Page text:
How Beijing puts pressure on Chinese students in Switzerland

How Beijing puts pressure on Chinese students in Switzerland
How Beijing puts pressure on Chinese students in Switzerland

Chinese students in Switzerland (here, as an illustration, the EPFL learning center) feel the repression of the Xi Jinping regime.Image: Keystone/gatty/watson

Nearly 4,000 Chinese study at a Swiss university. The regime takes care to control these young people through repressive means. By putting, for example, pressure on relatives who remained in the country.

Christoph Bernet / ch media

After the Germans, the French and the British, the Chinese constitute the fourth largest group of foreigners in Swiss universities. 3,810 nationals of the People’s Republic of China are enrolled in a Swiss university for the current academic year (2023/24).

However, their life in Switzerland is clearly different from that of other foreign students. The freedoms of expression, research and assembly guaranteed by the Constitution hardly apply to them, even on Swiss soil.

Indeed, the Beijing regime uses coercion, threats and harassment against these students and their relatives living in China.

For fear of reprisals, these students refrain from expressing themselves politically or even from participating in classes on topics deemed inappropriate by Beijing. They self-censor at university and in their private lives and isolate themselves from the academic and social life of their university for fear of regime informants.

This is what emerges from a new study by the human rights organization Amnesty International. The authors analyzed the situation in eight Western countries, including Switzerland. They also relied on interviews with more than 30 Chinese students.

Fear reigns among Chinese students

Their testimonies are frightening:

  • Almost all respondents said they censored themselvesboth online and in real life.
  • A third of them said that the prevailing climate of fear had changed the direction of their studiesmoving them away from politically sensitive subjects in favor of less suspect themes.
  • The repression exercised by the regime nevertheless remains diffuse, which also causes problems. Students do not know exactly how surveillance mechanisms work and which statements have consequences.
  • Nearly half of those surveyed said they were concerned that other Chinese students do not report critical statements to the authorities.
  • And more than 50% of them declared suffer from psychological problems because of their fear.

For Amnesty International, the results of the interviews and other sources prove beyond doubt that the Chinese regime resorts to “transnational repression”. Beijing would use different tools for this, and it would not always be easy to prove the direct involvement of state actors.

The evidence exists

However, in certain cases, this is indisputable. Thus, several interviewees recount how their relatives living in China were visited by the police. Officials asked their families to ensure that their loved ones studying abroad stop making political statements. The parents of a politically active student were even forced to stop financially supporting their daughter.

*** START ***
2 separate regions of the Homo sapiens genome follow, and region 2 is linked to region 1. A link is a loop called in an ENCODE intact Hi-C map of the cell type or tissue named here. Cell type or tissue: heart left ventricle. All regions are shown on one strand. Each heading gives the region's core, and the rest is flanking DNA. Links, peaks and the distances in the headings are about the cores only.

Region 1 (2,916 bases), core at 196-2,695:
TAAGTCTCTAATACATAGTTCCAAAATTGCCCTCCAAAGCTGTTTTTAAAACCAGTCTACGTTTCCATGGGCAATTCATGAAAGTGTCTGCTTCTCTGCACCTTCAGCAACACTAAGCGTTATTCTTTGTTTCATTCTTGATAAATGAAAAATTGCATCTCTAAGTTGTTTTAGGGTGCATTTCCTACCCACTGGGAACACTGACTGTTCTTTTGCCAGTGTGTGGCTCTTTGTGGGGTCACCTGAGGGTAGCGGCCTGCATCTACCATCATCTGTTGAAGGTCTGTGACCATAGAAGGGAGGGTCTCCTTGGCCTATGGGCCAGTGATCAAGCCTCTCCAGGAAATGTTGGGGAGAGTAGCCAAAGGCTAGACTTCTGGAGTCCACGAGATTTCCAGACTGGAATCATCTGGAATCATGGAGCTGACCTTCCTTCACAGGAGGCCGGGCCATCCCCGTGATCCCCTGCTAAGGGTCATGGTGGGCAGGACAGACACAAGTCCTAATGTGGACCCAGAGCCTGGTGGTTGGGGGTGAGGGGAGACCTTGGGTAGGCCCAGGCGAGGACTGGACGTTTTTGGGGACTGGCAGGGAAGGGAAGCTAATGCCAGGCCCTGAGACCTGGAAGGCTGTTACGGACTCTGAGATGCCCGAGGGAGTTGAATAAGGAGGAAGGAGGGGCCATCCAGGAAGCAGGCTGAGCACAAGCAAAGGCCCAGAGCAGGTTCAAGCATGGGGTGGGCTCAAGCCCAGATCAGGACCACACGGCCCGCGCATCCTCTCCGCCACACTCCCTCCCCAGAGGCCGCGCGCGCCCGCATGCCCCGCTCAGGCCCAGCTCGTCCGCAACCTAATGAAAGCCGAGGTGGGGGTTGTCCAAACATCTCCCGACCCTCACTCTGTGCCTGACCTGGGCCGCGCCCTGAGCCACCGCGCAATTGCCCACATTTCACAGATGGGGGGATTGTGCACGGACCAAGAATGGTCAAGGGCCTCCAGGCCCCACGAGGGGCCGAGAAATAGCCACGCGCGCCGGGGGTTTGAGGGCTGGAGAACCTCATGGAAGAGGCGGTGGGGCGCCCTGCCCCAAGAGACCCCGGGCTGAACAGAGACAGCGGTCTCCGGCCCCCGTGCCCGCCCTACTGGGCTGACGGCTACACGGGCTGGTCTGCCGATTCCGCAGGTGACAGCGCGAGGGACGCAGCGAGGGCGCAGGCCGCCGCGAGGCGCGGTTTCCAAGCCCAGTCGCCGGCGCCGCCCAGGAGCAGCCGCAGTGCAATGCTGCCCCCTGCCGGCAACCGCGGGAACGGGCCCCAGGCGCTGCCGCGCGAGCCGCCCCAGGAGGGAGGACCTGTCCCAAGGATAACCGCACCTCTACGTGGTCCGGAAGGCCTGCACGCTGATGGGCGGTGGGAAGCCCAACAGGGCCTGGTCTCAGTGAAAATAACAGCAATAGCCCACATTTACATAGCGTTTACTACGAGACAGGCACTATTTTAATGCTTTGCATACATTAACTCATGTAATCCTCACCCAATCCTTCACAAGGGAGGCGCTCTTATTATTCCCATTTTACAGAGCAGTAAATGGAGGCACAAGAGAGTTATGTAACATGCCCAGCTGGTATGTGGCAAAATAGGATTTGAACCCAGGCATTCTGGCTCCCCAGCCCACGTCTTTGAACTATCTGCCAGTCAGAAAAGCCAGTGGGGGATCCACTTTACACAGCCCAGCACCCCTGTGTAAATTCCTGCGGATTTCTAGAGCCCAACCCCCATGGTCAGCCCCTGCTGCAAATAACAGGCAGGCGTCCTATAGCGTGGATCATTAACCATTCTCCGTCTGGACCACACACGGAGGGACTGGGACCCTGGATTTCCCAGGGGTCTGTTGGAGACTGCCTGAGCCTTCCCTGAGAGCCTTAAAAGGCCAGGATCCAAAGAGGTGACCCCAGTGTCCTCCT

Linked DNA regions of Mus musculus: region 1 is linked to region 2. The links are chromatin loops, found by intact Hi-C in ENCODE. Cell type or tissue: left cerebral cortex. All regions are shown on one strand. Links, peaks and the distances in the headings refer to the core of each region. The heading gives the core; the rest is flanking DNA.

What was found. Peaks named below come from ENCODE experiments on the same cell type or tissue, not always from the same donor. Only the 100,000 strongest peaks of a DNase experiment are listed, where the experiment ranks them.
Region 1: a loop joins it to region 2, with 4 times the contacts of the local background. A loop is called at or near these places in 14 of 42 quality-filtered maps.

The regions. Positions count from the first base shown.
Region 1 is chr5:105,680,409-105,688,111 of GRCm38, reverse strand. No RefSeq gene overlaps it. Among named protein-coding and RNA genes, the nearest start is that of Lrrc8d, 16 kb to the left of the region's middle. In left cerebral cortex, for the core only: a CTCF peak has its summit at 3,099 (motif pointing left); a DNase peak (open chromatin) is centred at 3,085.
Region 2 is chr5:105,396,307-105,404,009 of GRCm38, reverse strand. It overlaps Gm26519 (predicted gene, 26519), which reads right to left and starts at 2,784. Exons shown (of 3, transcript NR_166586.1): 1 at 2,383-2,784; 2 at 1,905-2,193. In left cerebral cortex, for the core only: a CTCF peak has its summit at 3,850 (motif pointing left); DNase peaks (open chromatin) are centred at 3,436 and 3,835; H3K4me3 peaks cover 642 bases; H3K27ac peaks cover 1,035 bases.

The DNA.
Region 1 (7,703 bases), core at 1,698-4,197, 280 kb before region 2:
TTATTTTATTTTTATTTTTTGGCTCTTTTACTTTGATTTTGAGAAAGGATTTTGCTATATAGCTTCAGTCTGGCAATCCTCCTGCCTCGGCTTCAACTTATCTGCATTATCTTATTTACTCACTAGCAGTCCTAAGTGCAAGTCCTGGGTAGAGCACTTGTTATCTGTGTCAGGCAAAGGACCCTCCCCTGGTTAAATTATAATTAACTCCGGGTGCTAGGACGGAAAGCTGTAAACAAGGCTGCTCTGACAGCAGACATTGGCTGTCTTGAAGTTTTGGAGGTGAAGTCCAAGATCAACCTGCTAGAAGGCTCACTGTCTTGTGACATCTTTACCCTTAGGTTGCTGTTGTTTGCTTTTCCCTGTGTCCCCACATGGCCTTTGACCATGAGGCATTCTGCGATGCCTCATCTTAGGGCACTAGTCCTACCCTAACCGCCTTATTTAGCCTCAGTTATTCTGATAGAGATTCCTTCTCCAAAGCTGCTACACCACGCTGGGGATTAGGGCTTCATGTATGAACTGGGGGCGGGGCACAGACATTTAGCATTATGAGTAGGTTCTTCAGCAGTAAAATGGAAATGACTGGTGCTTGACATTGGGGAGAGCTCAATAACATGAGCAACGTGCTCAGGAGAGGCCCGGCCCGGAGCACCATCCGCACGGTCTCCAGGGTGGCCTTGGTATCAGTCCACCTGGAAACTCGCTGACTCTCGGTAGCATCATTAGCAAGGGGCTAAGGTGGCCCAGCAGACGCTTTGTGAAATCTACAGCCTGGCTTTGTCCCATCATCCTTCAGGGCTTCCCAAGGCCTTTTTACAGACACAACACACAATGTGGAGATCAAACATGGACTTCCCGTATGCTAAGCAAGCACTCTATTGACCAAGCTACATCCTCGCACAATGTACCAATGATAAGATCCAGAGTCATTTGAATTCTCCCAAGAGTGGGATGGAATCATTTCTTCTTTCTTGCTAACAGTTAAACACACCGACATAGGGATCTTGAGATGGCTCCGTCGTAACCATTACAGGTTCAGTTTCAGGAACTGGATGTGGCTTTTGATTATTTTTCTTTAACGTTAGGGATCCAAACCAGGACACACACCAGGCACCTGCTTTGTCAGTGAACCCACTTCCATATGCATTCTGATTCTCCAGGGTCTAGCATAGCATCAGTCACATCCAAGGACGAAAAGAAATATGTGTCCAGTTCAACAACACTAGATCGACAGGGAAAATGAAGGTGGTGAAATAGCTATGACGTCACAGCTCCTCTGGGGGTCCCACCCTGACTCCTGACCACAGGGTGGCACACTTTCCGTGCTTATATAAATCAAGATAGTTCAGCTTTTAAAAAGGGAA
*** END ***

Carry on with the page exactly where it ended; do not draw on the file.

Nearly half of those surveyed said they had been photographed or otherwise observed at public events. A student explained how her father was visited by the police at home in China, a few hours after participating in a ceremony commemorating the Tiananmen massacre in her university town.

Furthermore, many Chinese students interviewed by Amnesty International say they have been warned before starting studies abroad, for example by professors from Chinese universities. The warning is clear: be loyal to the Beijing government, even in the West, and report inappropriate activities by other Chinese students.

Under Xi Jinping, pressure has increased

Historian Ariane Knüsel, a specialist in Sino-Swiss relations and China’s espionage activities abroad, is not surprised by the report’s conclusions. Under Xi Jinping’s leadership, freedom of expression, already difficult, has become virtually impossible, she says. According to the expert, in recent years, the international focus has been strengthened:

“The regime is trying to impose the Chinese point of view abroad as well, and Chinese students play an important role in this process.”

Our expert explains that the regime has the upper hand over Chinese students because the surveillance and repression apparatus, which has grown massively in recent years, makes it easier to put pressure on relatives in China.

Swissuniversities, the umbrella association of Swiss universities, was unable to answer detailed questions about the new Amnesty report before Ascension weekend. She referred to a “Guide for responsible international cooperation” published in 2022. It notably mentions the dangers concerning academic freedom when collaborating with universities from repressive states.

Translated and adapted from German by Léa Krejci

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